Rusted Wheelbarrow

Rusted Wheelbarrow


May, 2011


I am honored to be included and about to embark on an installation project for the Asian American Women Artist’s Association this coming May. I will be one of twenty three artists sharing the main gallery at SomArts. Having the opportunity to present this project to AAWAA offers me the dignity to honor my self as a woman seeking justice. I feel an enormous desire and willingness to share my story in a safe environment where support and nurturing from women flourish. It would allow me to internalize and dig deep down within to express what has been buried for so long, like unearthing scarred emotions and tears that had no ability to surface because the timing just was not right. I am drawn to this endeavor because of an accident I was involved in last year and subsequently enormous life-changes have transpired through spirit challenging and inspiring me to push myself to be stronger, bolder and more independent in a way I have not been before.

Last May, in 2010, I was struck by a truck while crossing the street in Hayes Valley. When the vehicle hit me, it felt as if a part of me died and my spirit exited my body. The pain was intense, the healing was slow and a strong desire to re-evaluate my life was taking shape. I felt a yearning to ground back into my body, meditation was difficult due to lack of focus, but reiki was my best friend. I needed an outlet and I turned to painting and the Japanese healing art of reiki through the chakras to maintain my being. As time passed and my spirit returned, healing and magical things started to take place in my life, giving me the courage and strength to leave an unhealthy marriage and make my permanent move to San Francisco.

I reflect on this experience, my bad accident, as the jumping off point to making huge changes in my life. Through the support of friends and family, and many friends that I made through AAWAA, I began to feel stronger. Just having a friend to talk to, to share with and to hear other women share their stories, I no longer felt alone. I felt the sisterhood. I believe that my accident and all the unnerving distractions that followed were all meant to happen so that I could take action for myself to start fresh. Living here is San Francisco has not been an easy transition, but I am grateful to be here.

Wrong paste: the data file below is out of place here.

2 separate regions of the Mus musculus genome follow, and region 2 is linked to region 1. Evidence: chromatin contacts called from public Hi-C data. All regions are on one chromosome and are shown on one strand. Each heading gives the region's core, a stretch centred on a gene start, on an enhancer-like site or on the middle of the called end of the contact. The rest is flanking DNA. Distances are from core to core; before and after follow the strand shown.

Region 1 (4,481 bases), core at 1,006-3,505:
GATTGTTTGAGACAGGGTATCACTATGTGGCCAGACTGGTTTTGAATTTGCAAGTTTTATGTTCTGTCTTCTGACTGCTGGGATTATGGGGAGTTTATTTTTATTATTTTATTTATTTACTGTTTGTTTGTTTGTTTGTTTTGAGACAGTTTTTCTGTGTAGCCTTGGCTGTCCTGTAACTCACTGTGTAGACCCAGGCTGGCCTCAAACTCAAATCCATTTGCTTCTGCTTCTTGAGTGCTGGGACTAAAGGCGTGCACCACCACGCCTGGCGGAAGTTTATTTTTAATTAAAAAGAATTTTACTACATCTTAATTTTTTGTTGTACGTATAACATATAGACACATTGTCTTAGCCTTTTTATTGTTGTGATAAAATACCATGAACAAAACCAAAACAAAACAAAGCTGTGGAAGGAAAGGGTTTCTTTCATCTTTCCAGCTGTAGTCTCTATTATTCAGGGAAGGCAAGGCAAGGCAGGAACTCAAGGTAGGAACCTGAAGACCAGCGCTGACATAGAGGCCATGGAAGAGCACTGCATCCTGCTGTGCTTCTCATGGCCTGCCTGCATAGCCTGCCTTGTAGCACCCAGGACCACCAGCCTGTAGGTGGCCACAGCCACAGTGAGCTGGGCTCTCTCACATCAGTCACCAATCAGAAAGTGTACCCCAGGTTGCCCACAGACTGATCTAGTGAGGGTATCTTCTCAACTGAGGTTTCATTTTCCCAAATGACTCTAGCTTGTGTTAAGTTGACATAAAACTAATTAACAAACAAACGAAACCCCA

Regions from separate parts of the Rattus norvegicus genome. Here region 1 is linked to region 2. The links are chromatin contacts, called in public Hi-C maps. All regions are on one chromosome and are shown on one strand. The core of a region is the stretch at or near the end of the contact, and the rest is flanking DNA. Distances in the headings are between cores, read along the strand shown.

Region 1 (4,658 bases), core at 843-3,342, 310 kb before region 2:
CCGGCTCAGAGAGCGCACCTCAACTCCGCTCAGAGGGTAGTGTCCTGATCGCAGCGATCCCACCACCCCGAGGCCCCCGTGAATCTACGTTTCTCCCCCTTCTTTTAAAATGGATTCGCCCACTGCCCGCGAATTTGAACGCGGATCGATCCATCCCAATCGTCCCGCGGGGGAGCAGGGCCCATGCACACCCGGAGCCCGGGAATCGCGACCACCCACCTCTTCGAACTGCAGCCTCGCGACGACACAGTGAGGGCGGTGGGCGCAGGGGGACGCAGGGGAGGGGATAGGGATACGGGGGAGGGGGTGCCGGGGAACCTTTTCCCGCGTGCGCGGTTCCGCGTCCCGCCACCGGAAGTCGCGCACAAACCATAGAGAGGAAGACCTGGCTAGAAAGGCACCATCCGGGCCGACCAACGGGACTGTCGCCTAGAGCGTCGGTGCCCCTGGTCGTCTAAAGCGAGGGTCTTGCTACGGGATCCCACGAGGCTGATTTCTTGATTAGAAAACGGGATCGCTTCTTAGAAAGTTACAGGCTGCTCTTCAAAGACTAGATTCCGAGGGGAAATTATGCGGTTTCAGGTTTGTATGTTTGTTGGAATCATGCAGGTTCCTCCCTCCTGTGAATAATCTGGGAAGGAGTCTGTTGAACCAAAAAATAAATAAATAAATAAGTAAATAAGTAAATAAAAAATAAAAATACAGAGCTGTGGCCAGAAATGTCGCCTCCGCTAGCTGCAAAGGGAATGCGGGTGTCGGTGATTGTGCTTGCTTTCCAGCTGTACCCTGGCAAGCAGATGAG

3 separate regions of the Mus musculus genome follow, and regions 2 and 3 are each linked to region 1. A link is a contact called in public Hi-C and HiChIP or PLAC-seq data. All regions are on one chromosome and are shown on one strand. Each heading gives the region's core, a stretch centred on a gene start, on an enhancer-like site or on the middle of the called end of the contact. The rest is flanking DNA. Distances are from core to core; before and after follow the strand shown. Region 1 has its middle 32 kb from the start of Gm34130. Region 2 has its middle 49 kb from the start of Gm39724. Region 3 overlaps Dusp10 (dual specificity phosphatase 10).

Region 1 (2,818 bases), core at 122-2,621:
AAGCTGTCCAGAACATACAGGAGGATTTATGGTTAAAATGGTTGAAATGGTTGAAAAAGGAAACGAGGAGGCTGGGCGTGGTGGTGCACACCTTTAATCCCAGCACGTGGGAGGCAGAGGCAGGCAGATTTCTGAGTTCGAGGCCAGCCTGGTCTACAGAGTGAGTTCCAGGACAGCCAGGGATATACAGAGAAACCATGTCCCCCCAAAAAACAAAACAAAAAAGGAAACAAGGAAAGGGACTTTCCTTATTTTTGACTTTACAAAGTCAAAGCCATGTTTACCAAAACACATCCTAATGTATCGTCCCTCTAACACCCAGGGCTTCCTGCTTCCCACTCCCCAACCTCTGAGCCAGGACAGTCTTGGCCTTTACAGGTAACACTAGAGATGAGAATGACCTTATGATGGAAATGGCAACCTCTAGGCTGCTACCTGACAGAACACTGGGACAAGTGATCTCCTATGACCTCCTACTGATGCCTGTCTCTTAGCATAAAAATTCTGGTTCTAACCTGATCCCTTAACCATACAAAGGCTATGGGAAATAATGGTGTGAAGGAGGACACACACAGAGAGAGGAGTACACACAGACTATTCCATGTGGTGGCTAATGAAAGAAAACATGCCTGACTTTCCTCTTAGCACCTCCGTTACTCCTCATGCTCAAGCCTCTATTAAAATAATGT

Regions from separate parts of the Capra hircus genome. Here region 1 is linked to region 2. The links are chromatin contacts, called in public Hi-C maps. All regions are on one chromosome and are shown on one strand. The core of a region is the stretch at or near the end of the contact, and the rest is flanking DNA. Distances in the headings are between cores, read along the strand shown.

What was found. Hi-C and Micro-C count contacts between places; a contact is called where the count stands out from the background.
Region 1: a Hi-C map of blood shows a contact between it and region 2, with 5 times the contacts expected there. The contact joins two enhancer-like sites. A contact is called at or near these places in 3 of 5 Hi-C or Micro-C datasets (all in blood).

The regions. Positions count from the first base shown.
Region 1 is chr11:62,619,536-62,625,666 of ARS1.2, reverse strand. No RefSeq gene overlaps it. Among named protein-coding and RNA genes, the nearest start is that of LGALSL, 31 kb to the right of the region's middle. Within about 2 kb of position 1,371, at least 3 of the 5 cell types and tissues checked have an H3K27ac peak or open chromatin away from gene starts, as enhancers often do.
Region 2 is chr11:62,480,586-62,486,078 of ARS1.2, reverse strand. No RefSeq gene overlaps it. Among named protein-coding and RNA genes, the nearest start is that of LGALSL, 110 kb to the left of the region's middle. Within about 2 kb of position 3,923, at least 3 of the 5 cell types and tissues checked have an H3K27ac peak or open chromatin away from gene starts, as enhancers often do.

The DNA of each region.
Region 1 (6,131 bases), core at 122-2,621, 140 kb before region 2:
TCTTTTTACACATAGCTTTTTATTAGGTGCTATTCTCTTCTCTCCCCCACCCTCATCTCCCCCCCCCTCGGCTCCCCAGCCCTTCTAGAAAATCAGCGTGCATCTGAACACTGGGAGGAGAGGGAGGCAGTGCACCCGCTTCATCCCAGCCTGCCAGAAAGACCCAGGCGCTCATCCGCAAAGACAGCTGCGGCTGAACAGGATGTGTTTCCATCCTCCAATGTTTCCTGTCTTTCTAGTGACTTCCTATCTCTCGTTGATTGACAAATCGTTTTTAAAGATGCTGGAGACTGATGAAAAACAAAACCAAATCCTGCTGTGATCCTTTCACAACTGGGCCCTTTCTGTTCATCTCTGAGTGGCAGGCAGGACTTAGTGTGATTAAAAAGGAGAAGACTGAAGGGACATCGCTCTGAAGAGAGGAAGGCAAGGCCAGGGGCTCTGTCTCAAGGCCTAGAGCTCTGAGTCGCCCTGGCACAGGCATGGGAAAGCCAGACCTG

This installation that I propose will take me to a place within the confines of my mind from the collision of impact, where in an instant my world stopped and stood still, frozen in time and space. I will recreate my vision in a room where I will attempt to reveal my story in a three dimensional, abstract format, capturing the moment of the blow from the accident.

My choice of materials will be paintings, with sculptures and capillaries made of raffia and textiles. I will focus on the corporal, with abstract paintings hanging on the walls and streams of capillaries running along the walls and through the paintings along with capillary sculptures. I will include Grove St. and my taped off body lying on the ground. On the main/front wall, I will create a huge web, a mass of vessels encapsulating the woman/painting, trapped in time. The webbing will symbolize the sacral and gold chakra.

I have been on a path of investigating and integrating chakra healing in my work and selected three main chakras colors that will be prevalent in my piece. The chakras are energy centers in ones body that run along the spine, there are seven total, but I will address only three, the root, the sacral and the crown chakra. The root chakra is the first chakra, red or blood red and denotes family, survival, and shelter and is located at the root of the spine. The sacral chakra is located in the stomach area, is orange in color and is the second chakra that embodies key issues such as relationships, addictions, violence, emotional needs, and desire. Additionally, it governs creativity, spirituality and joy on a mental level. The gold chakra is the crown chakra and is the 7th chakra at the top of one’s head that represents inner wisdom and the death of the body. This chakra concept is threaded throughout my installation piece and I intuitively incorporate it into my studies in an effort to integrate holistic health, balance and well being into my daily practice and life.

I envision my community project to be an invitation into my space for women to dialog about issues in their life either one on one or in a group setting to discuss alternative holistic ways to invite healing. I would also like to offer mini reiki sessions for those interested.

Creating this piece amongst my fellow AAWAA artists would be empowering and solidify my womanhood and desire to continue on my path to make meaningful art. I appreciate being offered a platform in which to present my story with new work that confronts and encourages one’s thoughts in a secure and professional setting.